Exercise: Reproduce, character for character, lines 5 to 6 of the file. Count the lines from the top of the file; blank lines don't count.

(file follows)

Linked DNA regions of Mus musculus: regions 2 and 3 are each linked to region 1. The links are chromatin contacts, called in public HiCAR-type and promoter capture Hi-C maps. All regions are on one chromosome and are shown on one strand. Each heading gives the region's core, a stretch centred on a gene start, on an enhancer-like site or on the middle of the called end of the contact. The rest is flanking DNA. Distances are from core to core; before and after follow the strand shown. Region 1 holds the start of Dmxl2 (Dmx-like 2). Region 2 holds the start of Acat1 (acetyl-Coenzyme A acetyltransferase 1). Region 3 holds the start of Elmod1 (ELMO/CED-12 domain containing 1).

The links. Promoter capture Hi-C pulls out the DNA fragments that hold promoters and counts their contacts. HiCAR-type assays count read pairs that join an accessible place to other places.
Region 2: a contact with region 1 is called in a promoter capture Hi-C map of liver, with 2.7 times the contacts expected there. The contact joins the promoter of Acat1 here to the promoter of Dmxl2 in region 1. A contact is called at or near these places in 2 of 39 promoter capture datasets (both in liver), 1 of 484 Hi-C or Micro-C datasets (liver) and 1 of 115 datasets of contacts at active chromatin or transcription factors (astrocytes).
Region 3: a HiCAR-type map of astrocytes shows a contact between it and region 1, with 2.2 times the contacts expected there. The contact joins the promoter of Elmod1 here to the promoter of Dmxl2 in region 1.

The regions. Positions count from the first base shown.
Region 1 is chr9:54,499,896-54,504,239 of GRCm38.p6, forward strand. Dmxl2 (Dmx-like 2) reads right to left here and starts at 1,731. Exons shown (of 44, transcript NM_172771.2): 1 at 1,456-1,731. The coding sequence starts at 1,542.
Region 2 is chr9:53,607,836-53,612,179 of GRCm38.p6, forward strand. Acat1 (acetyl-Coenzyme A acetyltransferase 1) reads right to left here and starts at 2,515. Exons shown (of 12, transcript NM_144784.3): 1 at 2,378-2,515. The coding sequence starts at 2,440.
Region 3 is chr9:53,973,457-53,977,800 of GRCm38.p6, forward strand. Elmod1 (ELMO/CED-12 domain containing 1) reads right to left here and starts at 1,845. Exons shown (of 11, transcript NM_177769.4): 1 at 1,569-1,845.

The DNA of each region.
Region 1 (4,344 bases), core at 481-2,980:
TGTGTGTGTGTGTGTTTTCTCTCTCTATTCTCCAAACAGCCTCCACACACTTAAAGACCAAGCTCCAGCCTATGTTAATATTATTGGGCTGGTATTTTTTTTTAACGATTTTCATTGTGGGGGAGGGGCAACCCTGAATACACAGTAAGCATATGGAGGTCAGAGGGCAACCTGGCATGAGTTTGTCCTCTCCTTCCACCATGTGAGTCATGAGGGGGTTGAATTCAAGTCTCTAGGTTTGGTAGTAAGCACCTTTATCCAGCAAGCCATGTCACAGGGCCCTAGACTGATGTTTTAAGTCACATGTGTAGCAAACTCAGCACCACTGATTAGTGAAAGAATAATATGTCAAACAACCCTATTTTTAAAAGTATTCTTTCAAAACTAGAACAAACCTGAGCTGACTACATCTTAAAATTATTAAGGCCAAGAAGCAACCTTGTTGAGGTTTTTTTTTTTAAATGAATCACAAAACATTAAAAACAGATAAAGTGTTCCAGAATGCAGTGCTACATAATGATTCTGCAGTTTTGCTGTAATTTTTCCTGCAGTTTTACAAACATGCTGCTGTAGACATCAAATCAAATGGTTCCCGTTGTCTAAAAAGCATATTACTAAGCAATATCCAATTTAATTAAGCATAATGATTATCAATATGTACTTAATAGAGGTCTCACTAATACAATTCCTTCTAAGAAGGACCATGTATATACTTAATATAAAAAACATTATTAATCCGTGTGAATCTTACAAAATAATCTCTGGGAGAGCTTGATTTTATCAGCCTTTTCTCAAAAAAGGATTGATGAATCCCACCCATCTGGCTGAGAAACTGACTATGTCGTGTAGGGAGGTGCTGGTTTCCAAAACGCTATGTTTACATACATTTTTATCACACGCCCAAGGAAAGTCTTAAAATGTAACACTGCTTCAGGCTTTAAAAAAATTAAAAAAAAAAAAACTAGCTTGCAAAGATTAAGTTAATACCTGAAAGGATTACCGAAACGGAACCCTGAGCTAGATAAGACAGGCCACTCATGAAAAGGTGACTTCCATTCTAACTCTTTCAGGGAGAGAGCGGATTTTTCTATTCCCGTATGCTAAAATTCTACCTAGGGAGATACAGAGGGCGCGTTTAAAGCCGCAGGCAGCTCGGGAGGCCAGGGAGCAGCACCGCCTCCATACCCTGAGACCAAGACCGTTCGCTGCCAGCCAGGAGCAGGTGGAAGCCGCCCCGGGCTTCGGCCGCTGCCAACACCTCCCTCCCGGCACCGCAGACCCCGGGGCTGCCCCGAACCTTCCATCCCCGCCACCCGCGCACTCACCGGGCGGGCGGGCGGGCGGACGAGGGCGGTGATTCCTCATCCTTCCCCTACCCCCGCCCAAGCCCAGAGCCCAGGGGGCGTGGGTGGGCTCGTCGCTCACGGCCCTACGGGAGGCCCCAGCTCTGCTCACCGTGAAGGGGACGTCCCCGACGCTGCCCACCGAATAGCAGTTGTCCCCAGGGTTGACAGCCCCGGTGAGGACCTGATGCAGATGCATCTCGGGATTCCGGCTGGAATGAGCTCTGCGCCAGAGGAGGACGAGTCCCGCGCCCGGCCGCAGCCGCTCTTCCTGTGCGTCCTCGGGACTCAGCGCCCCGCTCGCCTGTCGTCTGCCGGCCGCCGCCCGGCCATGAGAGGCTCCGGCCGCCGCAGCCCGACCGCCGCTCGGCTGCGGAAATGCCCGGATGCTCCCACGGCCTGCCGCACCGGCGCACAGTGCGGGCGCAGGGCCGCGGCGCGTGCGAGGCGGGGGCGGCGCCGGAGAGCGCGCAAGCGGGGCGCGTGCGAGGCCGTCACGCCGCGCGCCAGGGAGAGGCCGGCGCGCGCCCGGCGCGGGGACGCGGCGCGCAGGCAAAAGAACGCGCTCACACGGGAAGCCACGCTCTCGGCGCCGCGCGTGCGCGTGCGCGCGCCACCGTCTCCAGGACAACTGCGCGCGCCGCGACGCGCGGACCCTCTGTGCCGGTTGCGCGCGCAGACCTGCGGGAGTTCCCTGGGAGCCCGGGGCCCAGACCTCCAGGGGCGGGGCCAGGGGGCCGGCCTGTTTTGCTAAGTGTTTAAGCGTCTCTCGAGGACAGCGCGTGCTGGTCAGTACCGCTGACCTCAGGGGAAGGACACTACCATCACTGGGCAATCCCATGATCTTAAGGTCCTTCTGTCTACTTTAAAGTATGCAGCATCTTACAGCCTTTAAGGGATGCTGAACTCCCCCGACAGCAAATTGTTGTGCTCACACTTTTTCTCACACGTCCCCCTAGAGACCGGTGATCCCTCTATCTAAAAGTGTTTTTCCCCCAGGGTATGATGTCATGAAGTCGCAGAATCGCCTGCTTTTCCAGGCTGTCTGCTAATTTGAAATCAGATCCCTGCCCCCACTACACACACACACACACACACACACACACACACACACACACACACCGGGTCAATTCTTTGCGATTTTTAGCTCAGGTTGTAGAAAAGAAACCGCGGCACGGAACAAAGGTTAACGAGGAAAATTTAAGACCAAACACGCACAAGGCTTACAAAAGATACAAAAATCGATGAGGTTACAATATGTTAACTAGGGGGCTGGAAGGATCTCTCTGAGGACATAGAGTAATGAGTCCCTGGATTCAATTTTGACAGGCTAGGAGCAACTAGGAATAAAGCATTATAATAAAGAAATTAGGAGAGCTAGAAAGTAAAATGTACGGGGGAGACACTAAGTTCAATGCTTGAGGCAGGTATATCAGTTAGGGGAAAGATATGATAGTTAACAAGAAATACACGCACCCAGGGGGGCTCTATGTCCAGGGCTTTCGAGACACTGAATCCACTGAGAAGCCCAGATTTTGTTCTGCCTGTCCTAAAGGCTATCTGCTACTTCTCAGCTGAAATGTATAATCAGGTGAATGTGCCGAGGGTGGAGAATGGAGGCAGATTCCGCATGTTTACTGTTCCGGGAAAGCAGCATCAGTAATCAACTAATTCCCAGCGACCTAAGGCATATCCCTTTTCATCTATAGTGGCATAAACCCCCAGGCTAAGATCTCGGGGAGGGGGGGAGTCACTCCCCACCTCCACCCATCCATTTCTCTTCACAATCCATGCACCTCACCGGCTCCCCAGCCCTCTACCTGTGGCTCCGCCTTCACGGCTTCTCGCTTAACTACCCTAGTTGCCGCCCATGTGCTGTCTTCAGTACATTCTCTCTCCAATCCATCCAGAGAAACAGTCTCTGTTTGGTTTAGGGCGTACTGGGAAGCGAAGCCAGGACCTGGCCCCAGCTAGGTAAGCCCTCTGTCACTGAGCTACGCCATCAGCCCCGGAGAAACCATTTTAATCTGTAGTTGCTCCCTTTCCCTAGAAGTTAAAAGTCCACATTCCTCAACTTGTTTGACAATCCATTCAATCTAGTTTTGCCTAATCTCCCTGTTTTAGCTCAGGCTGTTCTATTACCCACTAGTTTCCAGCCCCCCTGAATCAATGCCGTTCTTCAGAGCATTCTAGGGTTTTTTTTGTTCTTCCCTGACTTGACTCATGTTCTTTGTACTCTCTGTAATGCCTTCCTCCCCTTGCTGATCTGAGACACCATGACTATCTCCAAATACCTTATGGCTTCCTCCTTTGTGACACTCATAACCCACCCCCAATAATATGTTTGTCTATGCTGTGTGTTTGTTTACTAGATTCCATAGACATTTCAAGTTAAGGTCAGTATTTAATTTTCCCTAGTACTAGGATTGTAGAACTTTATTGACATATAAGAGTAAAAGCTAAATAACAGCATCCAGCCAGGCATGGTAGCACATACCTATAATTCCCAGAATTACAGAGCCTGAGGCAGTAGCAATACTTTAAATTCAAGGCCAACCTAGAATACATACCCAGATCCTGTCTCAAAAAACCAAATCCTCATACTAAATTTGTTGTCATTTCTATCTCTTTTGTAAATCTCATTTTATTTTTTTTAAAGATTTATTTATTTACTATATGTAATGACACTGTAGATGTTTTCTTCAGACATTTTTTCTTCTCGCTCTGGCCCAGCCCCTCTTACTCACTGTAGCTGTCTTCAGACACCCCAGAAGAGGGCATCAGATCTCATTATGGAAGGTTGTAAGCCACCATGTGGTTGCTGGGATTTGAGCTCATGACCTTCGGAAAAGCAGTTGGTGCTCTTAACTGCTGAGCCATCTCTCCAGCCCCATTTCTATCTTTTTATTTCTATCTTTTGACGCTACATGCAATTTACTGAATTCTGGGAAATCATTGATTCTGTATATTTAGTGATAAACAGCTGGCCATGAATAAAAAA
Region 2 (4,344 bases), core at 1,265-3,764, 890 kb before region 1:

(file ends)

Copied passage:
The regions. Positions count from the first base shown.
Region 1 is chr9:54,499,896-54,504,239 of GRCm38.p6, forward strand. Dmxl2 (Dmx-like 2) reads right to left here and starts at 1,731. Exons shown (of 44, transcript NM_172771.2): 1 at 1,456-1,731. The coding sequence starts at 1,542.